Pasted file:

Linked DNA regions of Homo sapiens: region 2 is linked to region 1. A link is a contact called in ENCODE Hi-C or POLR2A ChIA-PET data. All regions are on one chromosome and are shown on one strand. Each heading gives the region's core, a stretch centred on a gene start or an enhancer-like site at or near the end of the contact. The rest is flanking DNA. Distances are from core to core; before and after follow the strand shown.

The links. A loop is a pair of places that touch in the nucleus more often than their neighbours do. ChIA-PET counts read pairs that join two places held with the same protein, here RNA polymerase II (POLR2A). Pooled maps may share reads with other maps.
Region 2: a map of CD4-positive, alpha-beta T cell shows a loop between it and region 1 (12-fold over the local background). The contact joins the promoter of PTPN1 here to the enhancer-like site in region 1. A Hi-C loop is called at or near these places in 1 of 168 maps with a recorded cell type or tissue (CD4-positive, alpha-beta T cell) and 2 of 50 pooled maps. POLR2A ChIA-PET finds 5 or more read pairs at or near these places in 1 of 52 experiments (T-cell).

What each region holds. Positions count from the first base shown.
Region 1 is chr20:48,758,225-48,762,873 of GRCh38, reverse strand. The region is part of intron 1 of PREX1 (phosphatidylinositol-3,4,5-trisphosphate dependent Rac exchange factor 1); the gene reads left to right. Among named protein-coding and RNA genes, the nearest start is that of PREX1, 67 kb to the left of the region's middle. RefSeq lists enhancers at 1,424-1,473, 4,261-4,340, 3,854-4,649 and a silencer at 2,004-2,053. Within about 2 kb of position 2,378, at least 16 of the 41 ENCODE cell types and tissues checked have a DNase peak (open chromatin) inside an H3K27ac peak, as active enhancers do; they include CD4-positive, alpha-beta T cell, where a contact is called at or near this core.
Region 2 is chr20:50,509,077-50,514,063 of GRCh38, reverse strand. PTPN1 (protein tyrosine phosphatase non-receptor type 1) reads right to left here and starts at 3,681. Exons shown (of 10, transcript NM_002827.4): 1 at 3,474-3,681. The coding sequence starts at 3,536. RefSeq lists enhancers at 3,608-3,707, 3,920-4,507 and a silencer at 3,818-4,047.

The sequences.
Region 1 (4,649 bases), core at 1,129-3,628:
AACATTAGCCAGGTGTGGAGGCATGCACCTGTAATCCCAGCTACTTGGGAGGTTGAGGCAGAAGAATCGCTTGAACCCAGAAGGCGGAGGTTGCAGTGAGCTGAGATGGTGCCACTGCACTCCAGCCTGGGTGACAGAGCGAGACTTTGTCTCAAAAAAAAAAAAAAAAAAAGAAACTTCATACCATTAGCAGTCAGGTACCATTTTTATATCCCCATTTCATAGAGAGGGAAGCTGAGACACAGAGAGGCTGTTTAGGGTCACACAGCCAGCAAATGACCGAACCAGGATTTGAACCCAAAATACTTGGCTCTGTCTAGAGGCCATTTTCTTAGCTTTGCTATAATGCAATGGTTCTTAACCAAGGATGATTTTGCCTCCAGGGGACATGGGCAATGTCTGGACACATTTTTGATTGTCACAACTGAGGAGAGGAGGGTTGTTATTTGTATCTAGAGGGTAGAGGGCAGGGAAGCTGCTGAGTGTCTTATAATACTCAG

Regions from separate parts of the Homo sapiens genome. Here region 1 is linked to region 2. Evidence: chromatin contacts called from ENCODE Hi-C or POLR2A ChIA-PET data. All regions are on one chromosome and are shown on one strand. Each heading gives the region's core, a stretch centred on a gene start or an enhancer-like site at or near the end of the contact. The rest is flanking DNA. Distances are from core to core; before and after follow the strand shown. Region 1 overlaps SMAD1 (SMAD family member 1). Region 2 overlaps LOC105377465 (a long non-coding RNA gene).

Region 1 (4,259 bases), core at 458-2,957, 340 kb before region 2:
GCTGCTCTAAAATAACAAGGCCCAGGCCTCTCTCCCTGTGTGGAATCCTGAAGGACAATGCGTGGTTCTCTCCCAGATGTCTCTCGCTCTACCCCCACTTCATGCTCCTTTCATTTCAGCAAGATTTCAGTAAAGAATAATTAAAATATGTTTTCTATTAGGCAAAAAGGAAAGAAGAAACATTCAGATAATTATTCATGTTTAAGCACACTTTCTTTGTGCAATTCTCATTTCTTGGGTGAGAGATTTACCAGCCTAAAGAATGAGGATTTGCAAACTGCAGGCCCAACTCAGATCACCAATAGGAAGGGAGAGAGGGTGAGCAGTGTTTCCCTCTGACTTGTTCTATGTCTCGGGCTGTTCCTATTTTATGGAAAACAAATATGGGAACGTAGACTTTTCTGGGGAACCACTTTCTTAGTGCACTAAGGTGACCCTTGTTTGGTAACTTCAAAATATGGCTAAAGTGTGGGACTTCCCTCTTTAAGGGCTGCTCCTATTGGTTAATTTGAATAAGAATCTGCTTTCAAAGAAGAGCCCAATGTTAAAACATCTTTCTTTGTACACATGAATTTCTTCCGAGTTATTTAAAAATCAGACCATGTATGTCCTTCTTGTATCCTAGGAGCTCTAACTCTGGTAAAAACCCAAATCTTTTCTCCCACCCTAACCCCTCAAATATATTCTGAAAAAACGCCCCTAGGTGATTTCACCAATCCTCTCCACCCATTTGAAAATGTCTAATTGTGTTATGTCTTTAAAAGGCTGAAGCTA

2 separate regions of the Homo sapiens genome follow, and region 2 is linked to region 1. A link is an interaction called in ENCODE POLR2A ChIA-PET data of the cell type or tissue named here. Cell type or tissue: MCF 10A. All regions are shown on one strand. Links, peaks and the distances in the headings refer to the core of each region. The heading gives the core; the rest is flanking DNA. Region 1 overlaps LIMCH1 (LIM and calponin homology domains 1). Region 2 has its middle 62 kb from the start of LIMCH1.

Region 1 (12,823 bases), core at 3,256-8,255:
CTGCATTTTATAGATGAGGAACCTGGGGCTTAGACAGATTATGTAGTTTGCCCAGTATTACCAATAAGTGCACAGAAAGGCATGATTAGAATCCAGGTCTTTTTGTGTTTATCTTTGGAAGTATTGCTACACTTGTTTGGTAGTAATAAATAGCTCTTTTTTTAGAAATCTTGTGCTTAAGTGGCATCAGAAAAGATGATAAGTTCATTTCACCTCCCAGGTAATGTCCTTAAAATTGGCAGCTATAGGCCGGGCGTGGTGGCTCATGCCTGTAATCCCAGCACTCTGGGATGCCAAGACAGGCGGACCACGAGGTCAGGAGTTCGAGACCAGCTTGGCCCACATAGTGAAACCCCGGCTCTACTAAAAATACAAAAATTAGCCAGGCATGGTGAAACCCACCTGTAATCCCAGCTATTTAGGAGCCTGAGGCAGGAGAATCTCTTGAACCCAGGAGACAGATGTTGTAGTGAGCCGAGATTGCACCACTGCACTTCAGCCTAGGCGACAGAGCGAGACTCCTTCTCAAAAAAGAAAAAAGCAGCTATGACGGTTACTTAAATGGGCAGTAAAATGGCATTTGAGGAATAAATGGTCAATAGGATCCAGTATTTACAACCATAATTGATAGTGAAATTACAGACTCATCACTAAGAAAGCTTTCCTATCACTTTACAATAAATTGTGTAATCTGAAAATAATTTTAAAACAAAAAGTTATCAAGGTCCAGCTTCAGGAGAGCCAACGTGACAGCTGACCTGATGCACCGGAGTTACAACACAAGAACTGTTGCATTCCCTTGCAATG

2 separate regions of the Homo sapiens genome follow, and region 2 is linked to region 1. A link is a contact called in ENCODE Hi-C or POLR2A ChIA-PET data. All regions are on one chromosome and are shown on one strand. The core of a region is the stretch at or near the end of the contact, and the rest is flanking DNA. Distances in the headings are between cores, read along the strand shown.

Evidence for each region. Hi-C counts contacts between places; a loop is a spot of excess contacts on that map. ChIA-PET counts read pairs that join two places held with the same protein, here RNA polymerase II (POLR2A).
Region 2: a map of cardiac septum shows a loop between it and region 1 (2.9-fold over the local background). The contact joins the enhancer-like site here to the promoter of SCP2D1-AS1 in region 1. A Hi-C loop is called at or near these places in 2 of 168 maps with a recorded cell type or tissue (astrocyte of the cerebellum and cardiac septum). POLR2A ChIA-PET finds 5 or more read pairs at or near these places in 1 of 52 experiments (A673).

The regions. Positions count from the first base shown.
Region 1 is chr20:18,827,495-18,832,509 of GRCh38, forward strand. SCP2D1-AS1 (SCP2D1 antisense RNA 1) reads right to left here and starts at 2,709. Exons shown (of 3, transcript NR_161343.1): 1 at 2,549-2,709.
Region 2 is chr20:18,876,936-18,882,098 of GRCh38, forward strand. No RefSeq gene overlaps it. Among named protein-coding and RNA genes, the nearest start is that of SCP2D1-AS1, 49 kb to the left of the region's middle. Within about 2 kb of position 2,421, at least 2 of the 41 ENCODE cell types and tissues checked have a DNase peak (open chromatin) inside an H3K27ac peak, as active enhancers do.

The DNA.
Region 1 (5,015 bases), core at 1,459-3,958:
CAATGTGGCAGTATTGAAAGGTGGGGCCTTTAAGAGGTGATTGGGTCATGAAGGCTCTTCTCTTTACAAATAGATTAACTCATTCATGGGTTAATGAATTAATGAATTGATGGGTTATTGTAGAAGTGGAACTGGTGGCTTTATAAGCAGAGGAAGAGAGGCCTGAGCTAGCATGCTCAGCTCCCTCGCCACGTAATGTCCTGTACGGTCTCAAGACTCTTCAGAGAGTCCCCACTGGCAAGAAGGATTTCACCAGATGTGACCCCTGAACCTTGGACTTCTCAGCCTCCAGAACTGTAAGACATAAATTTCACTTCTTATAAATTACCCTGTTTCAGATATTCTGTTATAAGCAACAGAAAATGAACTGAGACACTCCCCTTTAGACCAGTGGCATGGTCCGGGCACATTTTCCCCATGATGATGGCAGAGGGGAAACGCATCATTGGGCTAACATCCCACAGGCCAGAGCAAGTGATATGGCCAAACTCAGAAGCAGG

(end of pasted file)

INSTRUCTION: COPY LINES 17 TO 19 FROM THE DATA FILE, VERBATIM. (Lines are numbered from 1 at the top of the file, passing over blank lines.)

Evidence for each region. Hi-C counts contacts between places; a loop is a spot of excess contacts on that map. ChIA-PET counts read pairs that join two places held with the same protein, here RNA polymerase II (POLR2A).
Region 2: a map of cardiac septum shows a loop between it and region 1 (2.9-fold over the local background). The contact joins the enhancer-like site here to the promoter of SCP2D1-AS1 in region 1. A Hi-C loop is called at or near these places in 2 of 168 maps with a recorded cell type or tissue (astrocyte of the cerebellum and cardiac septum). POLR2A ChIA-PET finds 5 or more read pairs at or near these places in 1 of 52 experiments (A673).

The regions. Positions count from the first base shown.